Biological Name - Subclass Acari
There are thousands of mite species, the majority of which measure less than 1 mm in length. Their bodies are comprised of the prosoma (thorax) and abdomen, and mites have four pairs of legs.
Beginning as eggs, these arachnids develop through larval and pupal stages prior to full maturation. They can survive on land and in water. Although most mites are not harmful to animals, some species are parasitic in nature.
Mites are parasites. They live on hosts. Their hosts include humans, animals, birds, insects and even crops. Parasitic mites that attack animal hosts can cause severe skin irritation known as mange. Bird mites are similarly bothersome to poultry, while spider mites are destructive to crops. Some parasitic species are more dangerous than others, as they reside within the respiratory tracts of their hosts. They can also transfer dangerous diseases.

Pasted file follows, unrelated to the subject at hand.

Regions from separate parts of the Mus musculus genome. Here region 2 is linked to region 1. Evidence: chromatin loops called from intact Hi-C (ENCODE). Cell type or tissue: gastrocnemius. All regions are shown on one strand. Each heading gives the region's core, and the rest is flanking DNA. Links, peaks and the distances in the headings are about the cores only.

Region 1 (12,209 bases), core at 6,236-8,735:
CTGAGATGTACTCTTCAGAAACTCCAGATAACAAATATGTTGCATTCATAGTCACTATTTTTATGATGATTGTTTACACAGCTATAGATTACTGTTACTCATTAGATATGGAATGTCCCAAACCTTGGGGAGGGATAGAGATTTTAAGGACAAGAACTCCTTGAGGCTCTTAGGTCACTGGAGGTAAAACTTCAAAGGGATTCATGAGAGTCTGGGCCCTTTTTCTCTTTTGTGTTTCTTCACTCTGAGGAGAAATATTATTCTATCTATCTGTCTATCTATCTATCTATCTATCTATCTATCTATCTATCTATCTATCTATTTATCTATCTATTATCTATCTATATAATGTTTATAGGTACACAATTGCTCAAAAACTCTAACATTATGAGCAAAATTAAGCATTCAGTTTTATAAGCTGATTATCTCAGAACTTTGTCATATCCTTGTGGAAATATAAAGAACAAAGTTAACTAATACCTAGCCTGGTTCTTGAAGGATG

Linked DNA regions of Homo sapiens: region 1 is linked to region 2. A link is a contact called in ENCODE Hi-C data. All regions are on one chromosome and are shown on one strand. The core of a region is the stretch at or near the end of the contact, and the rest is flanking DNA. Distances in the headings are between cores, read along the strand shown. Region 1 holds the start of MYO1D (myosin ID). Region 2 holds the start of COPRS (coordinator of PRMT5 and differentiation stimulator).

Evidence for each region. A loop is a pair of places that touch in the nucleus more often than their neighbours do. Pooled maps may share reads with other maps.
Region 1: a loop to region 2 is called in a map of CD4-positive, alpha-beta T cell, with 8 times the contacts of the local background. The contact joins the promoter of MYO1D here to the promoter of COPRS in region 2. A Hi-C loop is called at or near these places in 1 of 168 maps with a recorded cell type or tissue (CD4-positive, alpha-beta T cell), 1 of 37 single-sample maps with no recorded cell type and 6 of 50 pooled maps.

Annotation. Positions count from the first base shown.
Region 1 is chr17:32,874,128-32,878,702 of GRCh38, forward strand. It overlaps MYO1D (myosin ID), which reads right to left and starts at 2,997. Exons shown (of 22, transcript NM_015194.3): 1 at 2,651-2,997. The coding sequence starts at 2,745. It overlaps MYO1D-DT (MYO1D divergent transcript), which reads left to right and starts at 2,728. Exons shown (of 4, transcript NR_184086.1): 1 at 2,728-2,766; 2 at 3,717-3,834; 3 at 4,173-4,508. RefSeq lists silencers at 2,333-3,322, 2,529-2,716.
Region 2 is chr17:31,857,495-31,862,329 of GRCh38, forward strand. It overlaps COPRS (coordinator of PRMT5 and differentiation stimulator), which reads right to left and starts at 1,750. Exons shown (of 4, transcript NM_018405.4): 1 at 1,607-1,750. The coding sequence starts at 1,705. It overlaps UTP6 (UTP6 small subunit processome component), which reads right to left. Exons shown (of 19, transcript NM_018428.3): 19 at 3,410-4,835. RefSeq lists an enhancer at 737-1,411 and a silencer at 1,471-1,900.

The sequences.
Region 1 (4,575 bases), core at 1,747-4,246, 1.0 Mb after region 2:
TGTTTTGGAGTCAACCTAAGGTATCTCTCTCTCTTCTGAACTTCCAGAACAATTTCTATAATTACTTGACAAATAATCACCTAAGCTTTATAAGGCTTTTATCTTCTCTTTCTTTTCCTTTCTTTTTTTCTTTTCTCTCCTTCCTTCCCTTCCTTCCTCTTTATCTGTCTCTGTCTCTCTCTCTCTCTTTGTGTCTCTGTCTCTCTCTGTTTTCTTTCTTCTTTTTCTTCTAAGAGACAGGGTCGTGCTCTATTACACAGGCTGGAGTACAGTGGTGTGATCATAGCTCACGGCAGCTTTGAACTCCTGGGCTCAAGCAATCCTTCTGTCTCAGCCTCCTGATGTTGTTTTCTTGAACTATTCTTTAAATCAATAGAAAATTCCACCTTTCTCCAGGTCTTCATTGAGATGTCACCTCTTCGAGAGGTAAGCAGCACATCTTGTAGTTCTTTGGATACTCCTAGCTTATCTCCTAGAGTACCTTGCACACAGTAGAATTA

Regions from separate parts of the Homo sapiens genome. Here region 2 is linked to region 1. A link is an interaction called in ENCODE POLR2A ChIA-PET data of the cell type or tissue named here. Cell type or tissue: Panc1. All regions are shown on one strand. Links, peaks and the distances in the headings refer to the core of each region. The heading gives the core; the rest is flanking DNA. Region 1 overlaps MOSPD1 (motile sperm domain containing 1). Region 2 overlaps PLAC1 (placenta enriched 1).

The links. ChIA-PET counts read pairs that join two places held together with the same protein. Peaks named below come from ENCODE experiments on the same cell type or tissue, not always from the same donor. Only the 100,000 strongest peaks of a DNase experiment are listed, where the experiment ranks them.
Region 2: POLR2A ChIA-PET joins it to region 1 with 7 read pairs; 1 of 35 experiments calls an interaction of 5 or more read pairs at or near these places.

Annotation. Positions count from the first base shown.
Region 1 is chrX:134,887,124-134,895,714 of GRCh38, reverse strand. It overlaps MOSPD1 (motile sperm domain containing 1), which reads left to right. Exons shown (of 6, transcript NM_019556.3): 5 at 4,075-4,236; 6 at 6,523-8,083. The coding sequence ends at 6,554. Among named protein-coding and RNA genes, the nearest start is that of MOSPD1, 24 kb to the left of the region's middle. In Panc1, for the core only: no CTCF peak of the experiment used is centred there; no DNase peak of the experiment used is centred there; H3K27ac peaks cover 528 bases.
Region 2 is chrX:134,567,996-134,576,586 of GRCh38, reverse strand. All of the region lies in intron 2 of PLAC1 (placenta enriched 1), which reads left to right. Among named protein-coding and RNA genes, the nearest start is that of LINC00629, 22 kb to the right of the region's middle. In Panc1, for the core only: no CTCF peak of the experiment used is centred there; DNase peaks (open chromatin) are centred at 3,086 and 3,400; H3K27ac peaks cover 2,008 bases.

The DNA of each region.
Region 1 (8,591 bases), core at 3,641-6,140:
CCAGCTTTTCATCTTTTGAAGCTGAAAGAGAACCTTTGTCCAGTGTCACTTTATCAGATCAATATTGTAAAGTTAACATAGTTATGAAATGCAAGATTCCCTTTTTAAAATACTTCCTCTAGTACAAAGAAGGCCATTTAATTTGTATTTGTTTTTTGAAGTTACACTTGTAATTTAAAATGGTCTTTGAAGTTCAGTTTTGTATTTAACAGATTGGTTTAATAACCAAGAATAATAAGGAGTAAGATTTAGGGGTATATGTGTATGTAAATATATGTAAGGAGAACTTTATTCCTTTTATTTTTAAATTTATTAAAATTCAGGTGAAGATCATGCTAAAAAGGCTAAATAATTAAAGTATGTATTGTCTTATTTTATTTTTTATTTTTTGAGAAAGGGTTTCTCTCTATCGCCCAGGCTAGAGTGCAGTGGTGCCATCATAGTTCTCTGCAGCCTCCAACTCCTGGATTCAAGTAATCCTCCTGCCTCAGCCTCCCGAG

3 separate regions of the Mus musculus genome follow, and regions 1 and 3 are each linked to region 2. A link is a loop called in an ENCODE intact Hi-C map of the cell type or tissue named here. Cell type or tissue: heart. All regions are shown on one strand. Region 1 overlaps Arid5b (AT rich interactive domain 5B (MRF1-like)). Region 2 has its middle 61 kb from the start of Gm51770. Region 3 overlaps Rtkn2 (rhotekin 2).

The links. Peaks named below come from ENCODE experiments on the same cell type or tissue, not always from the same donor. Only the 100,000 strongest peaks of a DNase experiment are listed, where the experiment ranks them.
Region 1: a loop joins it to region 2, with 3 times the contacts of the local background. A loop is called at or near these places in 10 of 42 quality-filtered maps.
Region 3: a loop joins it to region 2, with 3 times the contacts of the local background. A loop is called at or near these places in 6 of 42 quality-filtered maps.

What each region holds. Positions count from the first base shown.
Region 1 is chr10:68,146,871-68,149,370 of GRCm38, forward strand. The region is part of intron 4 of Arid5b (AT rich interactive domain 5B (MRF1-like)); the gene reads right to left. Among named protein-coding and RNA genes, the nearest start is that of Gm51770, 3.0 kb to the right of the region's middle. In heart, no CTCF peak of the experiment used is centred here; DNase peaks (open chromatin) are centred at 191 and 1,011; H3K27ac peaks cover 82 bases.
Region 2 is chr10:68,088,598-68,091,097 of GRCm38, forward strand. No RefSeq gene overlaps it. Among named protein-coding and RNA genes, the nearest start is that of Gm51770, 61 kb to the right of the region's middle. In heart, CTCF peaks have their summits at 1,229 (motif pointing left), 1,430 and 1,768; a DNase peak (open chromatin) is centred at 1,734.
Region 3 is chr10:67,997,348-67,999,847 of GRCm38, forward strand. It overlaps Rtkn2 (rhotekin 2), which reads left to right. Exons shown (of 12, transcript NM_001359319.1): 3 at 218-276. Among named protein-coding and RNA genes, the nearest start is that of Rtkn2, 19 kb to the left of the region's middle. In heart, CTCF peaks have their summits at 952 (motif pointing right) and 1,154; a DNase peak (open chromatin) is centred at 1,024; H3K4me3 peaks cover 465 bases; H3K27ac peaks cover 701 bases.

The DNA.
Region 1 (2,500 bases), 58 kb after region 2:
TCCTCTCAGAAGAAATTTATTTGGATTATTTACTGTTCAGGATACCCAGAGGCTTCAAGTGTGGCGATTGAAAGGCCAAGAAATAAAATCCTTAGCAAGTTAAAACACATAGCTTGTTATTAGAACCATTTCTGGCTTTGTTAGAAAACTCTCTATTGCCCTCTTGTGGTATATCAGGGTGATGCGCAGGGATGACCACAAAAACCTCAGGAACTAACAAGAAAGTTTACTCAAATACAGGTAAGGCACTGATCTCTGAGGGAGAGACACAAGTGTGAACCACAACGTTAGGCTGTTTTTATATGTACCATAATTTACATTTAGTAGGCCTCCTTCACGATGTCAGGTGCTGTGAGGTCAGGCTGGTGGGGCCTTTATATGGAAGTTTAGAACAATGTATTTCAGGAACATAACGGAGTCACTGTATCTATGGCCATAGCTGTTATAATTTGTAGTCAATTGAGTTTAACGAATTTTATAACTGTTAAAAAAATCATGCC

Mites are very small and difficult to spot with naked eyes. However, their movement across a surface can sometimes be detected. Mites that feed on animals and people can possibly cause skin irritation.
Mite species are Bird Mites, Chigger Mites, Clover Mites, Dust Mites, Red Mites, Southern Red Mite, Spider Mites, Scabies
Diseases caused by Mites
A variety of mites are known to bite humans and cause irritation, itchy papules and rashes. Some mites can transfer disease creating microbes to other humans. Scabies is the worst skin infection in humans caused by mites. Dust mites cause respiratory infections and breathing problems, including Asthma in humans. Sinus infections. Ongoing (chronic) inflammation of tissues in the nasal passages caused by dust mite allergy can obstruct sinuses, the hollow cavities connected to nasal passages.